Fig. 4. Intraoperative photograph taken after closure of the joint capsule. Following capsulorrhaphy, a locking compression plate was secured to the craniolateral margin of the distal scapulohumeral joint line. Note the bicipital tendon extending distal to the sutured capsule.
The dog was discharged 2 days following the surgery and the owner was instructed to restrict the dog’s activity, which consisted of confining the dog to a crate or small room in the house when unattended and taking the dog outside for short walks on a leash, mainly for the purposes of urination and defecation. The dog was in a moderate amount of discomfort, which improved with the administration of carprofen and tramadol, for the first 3 days at home. The dog subsequently became more comfortable, but the dog did not effectively use the limb while the Spica splint was in place.
Fig. 5. Intraoperative photograph obtained after reattachment of the greater tubercle. The tubercle was translated distally and secured with Kirschner wires and a figure-of-eight tension band wire.
Fig. 6. Caudocranial (left) and mediolateral (right) projection radiographs of the left scapulohumeral joint obtained immediately following the surgery. The scapulohumeral joint was congruent. A contoured locking compression plate was secured to the craniolateral articular margin of the proximal humerus. The plate was placed following joint capsule closure and bridged the transposed biceps brachii tendon. The greater tubercle was attached, but transposed 1 cm distally, and secured using multiple Kirschner wires and a figure-of-eight tension band wire.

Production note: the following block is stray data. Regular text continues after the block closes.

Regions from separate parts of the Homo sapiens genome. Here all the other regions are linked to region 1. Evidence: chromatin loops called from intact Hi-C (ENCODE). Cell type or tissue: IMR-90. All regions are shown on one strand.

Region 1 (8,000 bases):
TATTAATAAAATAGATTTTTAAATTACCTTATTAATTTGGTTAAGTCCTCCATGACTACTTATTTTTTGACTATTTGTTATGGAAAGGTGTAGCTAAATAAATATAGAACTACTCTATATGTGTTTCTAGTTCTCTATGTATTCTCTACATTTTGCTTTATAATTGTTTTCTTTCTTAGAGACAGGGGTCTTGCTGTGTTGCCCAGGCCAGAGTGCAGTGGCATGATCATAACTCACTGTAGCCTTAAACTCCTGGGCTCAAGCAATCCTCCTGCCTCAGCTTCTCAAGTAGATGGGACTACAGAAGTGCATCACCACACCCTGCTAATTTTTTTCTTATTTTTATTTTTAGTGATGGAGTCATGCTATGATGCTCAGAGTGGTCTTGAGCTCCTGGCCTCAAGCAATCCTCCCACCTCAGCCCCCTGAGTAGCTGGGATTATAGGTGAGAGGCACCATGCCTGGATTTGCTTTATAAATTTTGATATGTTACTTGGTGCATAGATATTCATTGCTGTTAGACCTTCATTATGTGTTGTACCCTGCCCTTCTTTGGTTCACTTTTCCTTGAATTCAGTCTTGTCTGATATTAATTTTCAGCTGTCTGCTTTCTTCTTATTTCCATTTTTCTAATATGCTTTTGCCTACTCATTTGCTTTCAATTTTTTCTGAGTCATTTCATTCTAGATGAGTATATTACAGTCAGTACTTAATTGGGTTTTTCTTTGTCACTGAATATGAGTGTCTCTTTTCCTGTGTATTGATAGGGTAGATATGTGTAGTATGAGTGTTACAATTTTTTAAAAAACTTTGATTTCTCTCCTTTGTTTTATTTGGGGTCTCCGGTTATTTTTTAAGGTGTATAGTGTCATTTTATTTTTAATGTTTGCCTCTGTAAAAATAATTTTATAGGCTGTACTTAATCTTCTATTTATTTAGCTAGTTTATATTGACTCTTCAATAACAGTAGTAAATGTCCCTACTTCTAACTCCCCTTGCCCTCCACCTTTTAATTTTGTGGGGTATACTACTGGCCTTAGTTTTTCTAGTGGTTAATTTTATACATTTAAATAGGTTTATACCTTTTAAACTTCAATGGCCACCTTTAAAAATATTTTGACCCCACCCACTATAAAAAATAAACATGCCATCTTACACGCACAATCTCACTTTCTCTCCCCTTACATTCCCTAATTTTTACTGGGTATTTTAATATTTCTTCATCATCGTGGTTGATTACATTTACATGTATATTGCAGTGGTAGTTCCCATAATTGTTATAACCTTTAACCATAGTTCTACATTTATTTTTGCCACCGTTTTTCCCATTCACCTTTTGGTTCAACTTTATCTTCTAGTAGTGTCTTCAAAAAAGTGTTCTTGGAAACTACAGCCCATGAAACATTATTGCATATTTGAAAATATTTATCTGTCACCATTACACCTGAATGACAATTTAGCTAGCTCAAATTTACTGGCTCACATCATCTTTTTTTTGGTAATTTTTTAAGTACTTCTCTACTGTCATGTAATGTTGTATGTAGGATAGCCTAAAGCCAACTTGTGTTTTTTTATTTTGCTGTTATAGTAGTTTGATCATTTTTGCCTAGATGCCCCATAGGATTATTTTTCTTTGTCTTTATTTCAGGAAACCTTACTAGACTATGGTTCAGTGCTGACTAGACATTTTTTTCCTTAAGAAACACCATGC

The dog was reevaluated at the UF SAH 2 weeks following the surgery and the Spica splint was removed. The left scapulohumeral joint was stable and could not be luxated. Manipulation of the left scapulohumeral joint was mildly painful. Flexion and extension of the joint was markedly reduced. The left carpus was placed in a carpal flexion bandage (DeCamp et al., 2016) for an additional 10 days to encourage movement in the left scapulohumeral joint but prevent weight-bearing on the limb. The dog was evaluated again at the UF SAH 4 weeks following the surgery. The dog remained predominately non-weight-bearing on the left thoracic limb after removal of the carpal flexion bandage, although the dog intermittently rested the dorsum of the left manus on the ground while standing. Radiographs of the left scapulohumeral joint were obtained under sedation (dexdomitor 325 mcg IV and butorphanol 0.1 mg/kg IV). The left scapulohumeral joint was congruent and there were no complications noted with the surgical implants. Flexion and extension of the left scapulohumeral joint was mildly improved. Extension of the left elbow was also noted to be decreased. A gradual return to normal activity was recommended and the dog was referred to the UF Integrative Medicine Service for rehabilitative therapy. A multimodal rehabilitative approach was implemented with a focus on gait retraining, strength building, and increasing shoulder and elbow joint range of motion. This was achieved through the use of underwater treadmill therapy, photobiomodulation, therapeutic ultrasound, and manual therapy. The dog was seen weekly for formal rehabilitation session with the owner performing prescribed therapeutic exercises at home between sessions. Supplementation with nutraceuticals including fish oil and a combination joint health product including glucosamine, chondroitin, methylsulfonylmethane, and avocado soybean unsaponifiables (Dasuquin, Nutramax) was initiated. By 8 weeks following the surgery, the dog had regained substantial use of the left thoracic limb and was weight-bearing during all gaits, although still moderately lame. Following each integrative therapy session, the dog was more consistently weight-bearing with a greater range of motion in the left scapulohumeral joint. The exercises and range of motion movements were continued at home for an additional month, after which time the dog resumed most normal activities including running walking 5–8 km per day and swimming with only nominal lameness.